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What is this book about?
In Beginning VB.NET 2003, three expert authors guide you through the basics of building working applications, creating windows and boxes, handling unexpected events, using object-oriented programming, and more. You’ll learn to use menus, toolbars, dialog boxes, and other controls in Windows applications, and how loops and branching structures function in decision-making. You get a thorough overview of object-oriented programming concepts and theory.
After mastering these levels, you’ll be able to explore database programming, look into creating ASP.NET applications for the Web using Web forms, and get a basic introduction to XML. Finally, you can discover how functionality offered online can be integrated seamlessly into your applications with Web services.
What does this book cover?
Here just a few of the things you'll learn in this book:
Who is this book for?
This book is for beginning programmers who have chosen VB.NET as their first programming language, and also for programmers who know other languages but are new to .NET programming.
Chapter 1: Welcome to Visual Basic .NET.
Chapter 2: The Microsoft .NET Framework.
Chapter 3: Writing Software.
Chapter 4: Controlling the Flow.
Chapter 5: Working with Data Structures.
Chapter 6: Building Windows Applications.
Chapter 7: Displaying Dialog Boxes.
Chapter 8: Creating Menus.
Chapter 9: Debugging and Error Handling.
Chapter 10: Building Objects.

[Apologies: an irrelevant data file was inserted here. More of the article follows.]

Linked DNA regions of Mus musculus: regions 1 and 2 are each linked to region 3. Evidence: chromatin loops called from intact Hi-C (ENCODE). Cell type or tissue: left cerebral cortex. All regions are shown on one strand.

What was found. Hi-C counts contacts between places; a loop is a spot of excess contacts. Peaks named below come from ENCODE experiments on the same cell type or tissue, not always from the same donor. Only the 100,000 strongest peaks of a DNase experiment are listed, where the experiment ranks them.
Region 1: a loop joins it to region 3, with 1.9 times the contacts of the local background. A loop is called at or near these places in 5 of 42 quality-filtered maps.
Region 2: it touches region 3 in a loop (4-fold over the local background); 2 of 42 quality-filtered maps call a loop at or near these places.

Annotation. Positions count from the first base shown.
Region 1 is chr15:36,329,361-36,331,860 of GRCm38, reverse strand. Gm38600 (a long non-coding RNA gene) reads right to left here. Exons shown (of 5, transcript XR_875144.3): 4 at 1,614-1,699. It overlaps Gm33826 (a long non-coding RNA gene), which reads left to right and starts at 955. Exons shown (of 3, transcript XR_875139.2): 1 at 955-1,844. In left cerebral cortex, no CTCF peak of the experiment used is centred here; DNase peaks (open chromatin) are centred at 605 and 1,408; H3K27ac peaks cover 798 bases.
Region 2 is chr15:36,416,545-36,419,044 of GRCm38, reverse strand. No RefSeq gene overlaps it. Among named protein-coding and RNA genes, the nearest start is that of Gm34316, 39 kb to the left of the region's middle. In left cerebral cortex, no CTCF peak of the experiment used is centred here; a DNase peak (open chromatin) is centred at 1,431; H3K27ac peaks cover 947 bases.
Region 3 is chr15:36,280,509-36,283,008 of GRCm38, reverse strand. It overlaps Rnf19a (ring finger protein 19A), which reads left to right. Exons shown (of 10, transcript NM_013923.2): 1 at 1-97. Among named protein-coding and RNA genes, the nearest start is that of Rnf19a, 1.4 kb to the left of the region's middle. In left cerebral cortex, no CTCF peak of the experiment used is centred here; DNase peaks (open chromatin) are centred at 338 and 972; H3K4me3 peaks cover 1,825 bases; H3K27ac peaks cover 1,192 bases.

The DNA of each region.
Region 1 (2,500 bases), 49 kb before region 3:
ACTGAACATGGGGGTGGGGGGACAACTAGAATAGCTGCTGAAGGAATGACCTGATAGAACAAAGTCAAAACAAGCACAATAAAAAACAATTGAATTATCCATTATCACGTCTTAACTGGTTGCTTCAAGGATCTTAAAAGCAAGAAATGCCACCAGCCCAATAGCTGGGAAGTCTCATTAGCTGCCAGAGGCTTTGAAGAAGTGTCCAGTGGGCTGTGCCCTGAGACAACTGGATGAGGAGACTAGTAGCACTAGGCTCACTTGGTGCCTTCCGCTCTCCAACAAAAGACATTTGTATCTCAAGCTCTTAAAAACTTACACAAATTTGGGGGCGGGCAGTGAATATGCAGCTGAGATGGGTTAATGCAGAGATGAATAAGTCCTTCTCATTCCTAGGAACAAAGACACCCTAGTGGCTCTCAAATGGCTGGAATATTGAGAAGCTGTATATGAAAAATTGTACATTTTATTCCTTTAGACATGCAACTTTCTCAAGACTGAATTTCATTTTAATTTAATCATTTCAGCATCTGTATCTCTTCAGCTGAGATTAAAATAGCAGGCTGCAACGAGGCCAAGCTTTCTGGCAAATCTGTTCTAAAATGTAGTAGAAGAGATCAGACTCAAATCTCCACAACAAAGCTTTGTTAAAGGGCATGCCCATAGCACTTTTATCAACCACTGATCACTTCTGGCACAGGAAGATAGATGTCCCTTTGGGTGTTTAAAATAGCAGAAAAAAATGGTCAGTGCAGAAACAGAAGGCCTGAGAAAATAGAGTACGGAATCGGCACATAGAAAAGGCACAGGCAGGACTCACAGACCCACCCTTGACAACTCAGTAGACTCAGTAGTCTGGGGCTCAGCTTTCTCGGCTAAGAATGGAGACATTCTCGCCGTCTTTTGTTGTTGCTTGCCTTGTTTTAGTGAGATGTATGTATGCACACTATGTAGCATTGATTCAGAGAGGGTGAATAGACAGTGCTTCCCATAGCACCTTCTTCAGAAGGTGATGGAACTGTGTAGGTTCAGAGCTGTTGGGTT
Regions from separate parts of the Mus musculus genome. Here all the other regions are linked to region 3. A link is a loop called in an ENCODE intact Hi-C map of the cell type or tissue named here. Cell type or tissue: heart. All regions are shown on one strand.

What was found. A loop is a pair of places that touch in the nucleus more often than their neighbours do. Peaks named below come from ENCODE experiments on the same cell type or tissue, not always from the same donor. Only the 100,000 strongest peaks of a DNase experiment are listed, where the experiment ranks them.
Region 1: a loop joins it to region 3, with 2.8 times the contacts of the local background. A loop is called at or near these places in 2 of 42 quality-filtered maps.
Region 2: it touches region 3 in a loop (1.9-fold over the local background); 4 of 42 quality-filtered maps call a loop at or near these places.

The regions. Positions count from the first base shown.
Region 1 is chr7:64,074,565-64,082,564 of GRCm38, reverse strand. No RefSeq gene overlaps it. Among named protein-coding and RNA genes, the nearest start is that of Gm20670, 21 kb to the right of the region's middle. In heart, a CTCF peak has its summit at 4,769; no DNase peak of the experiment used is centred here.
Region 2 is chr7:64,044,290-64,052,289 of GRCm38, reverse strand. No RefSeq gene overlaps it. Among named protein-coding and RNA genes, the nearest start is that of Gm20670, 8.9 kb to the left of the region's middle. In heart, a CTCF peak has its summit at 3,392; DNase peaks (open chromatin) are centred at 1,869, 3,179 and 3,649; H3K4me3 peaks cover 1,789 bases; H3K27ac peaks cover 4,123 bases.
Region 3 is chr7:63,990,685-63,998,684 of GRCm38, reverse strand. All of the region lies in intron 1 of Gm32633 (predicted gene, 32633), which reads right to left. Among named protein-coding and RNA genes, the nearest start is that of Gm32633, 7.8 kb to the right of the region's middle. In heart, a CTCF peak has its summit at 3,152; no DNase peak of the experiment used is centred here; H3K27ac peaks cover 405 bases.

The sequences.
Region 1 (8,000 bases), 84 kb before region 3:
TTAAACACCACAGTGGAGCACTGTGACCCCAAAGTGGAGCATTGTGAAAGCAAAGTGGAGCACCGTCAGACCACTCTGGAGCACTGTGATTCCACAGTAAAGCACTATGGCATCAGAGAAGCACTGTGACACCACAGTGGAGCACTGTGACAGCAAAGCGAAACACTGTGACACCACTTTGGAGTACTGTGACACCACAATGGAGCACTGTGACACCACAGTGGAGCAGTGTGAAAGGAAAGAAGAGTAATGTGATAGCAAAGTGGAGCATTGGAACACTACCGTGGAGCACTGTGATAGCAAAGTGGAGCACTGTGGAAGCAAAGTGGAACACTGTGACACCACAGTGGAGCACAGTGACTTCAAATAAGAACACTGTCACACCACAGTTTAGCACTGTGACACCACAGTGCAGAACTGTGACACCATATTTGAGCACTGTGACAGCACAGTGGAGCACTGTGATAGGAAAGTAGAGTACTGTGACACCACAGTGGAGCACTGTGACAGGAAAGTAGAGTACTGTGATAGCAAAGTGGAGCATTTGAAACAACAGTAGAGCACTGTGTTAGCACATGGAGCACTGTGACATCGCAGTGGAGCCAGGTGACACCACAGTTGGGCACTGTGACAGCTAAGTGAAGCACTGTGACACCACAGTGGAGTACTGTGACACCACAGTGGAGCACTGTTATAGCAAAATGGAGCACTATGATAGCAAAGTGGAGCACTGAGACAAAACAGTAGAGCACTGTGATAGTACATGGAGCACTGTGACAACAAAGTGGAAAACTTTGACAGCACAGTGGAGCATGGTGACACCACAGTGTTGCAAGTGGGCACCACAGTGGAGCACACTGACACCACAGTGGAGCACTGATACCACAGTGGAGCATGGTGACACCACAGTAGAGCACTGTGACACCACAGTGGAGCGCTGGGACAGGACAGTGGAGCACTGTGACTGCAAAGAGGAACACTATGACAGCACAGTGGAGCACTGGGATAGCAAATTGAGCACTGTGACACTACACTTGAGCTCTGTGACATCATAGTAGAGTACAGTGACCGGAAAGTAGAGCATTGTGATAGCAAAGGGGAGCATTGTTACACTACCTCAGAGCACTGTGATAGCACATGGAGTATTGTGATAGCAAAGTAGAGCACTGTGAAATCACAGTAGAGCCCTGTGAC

Chapter 11: Advanced Object-Oriented Techniques.
Chapter 12: Building Class Libraries.
Chapter 13: Creating Your Own Custom Controls.
Chapter 14: Programming Custom Graphics.
Chapter 15: Accessing Databases.
Chapter 16: Database Programming with SQL Server and ADO.NET.
Chapter 17: Web Forms.
Chapter 18: Creating Web Server Controls.
Chapter 19: Visual Basic .NET and XML.
Chapter 20: Web Services and .NET Remoting.
Chapter 21: Deploying Your Application.
Chapter 22: Building Mobile Applications.
Appendix A: Where to Now?
Appendix B: Architecture and Design Patterns.
Appendix C: An Introduction to Code Security.
Appendix D: Exercise Answers.
Appendix E: Differences Between .NET Framework Versions 1.0 and 1.1.
Posted October 1, 2004
VB is widely considered one of the easier ways to build a GUI. Its latest incarnation is described here. The authors show you how Microsoft has tweaked it into the .NET framework. The teaching pace is deliberately measured. For example, in a chapter on making menus, the steps are set up in considerable detail, with many screen captures. The authors take little for granted in your programming background. The size of the book partially reflects the many diagrams offered. Since these can be very useful and reassuring to a new programmer, it is a good thing that the authors are so liberal in furnishing them. But the size is also a measure of how far VB has come from its Basic roots. VB now has strong object oriented capabilities, and several chapters use this. More for you to learn, of course. But in the long run, it might help your coding habits.Was this review helpful? Yes NoThank you for your feedback. Report this reviewThank you, this review has been flagged.